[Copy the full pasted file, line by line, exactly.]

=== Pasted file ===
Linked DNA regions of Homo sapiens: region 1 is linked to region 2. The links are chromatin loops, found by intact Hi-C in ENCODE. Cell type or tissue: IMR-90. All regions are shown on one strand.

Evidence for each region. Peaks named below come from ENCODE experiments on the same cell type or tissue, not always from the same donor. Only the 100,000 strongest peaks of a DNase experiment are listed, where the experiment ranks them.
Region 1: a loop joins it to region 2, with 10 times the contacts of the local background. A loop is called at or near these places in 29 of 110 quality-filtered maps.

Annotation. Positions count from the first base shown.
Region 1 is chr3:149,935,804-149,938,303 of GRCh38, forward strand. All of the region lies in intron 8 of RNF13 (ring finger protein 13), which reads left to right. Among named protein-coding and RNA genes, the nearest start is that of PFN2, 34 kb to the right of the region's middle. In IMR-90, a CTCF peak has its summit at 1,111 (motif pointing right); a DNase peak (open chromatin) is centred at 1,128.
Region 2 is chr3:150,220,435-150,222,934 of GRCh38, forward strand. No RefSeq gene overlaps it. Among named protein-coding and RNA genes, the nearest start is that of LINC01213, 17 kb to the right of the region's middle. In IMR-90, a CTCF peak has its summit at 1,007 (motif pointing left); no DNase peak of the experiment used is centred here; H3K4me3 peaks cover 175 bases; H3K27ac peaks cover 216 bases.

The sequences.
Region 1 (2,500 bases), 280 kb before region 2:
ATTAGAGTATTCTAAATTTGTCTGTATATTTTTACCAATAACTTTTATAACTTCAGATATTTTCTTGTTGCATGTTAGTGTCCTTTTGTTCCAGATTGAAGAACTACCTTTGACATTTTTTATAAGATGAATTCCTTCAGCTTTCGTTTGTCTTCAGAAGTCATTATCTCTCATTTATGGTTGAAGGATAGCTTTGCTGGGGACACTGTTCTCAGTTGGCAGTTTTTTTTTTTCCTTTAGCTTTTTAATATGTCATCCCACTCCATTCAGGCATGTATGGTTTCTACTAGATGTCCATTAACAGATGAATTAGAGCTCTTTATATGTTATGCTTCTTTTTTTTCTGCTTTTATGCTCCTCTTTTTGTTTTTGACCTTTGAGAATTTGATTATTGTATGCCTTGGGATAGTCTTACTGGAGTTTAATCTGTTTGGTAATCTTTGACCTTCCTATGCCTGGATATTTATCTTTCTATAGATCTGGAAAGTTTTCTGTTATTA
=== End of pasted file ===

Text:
Linked DNA regions of Homo sapiens: region 1 is linked to region 2. The links are chromatin loops, found by intact Hi-C in ENCODE. Cell type or tissue: IMR-90. All regions are shown on one strand.

Evidence for each region. Peaks named below come from ENCODE experiments on the same cell type or tissue, not always from the same donor. Only the 100,000 strongest peaks of a DNase experiment are listed, where the experiment ranks them.
Region 1: a loop joins it to region 2, with 10 times the contacts of the local background. A loop is called at or near these places in 29 of 110 quality-filtered maps.

Annotation. Positions count from the first base shown.
Region 1 is chr3:149,935,804-149,938,303 of GRCh38, forward strand. All of the region lies in intron 8 of RNF13 (ring finger protein 13), which reads left to right. Among named protein-coding and RNA genes, the nearest start is that of PFN2, 34 kb to the right of the region's middle. In IMR-90, a CTCF peak has its summit at 1,111 (motif pointing right); a DNase peak (open chromatin) is centred at 1,128.
Region 2 is chr3:150,220,435-150,222,934 of GRCh38, forward strand. No RefSeq gene overlaps it. Among named protein-coding and RNA genes, the nearest start is that of LINC01213, 17 kb to the right of the region's middle. In IMR-90, a CTCF peak has its summit at 1,007 (motif pointing left); no DNase peak of the experiment used is centred here; H3K4me3 peaks cover 175 bases; H3K27ac peaks cover 216 bases.

The sequences.
Region 1 (2,500 bases), 280 kb before region 2:
ATTAGAGTATTCTAAATTTGTCTGTATATTTTTACCAATAACTTTTATAACTTCAGATATTTTCTTGTTGCATGTTAGTGTCCTTTTGTTCCAGATTGAAGAACTACCTTTGACATTTTTTATAAGATGAATTCCTTCAGCTTTCGTTTGTCTTCAGAAGTCATTATCTCTCATTTATGGTTGAAGGATAGCTTTGCTGGGGACACTGTTCTCAGTTGGCAGTTTTTTTTTTTCCTTTAGCTTTTTAATATGTCATCCCACTCCATTCAGGCATGTATGGTTTCTACTAGATGTCCATTAACAGATGAATTAGAGCTCTTTATATGTTATGCTTCTTTTTTTTCTGCTTTTATGCTCCTCTTTTTGTTTTTGACCTTTGAGAATTTGATTATTGTATGCCTTGGGATAGTCTTACTGGAGTTTAATCTGTTTGGTAATCTTTGACCTTCCTATGCCTGGATATTTATCTTTCTATAGATCTGGAAAGTTTTCTGTTATTA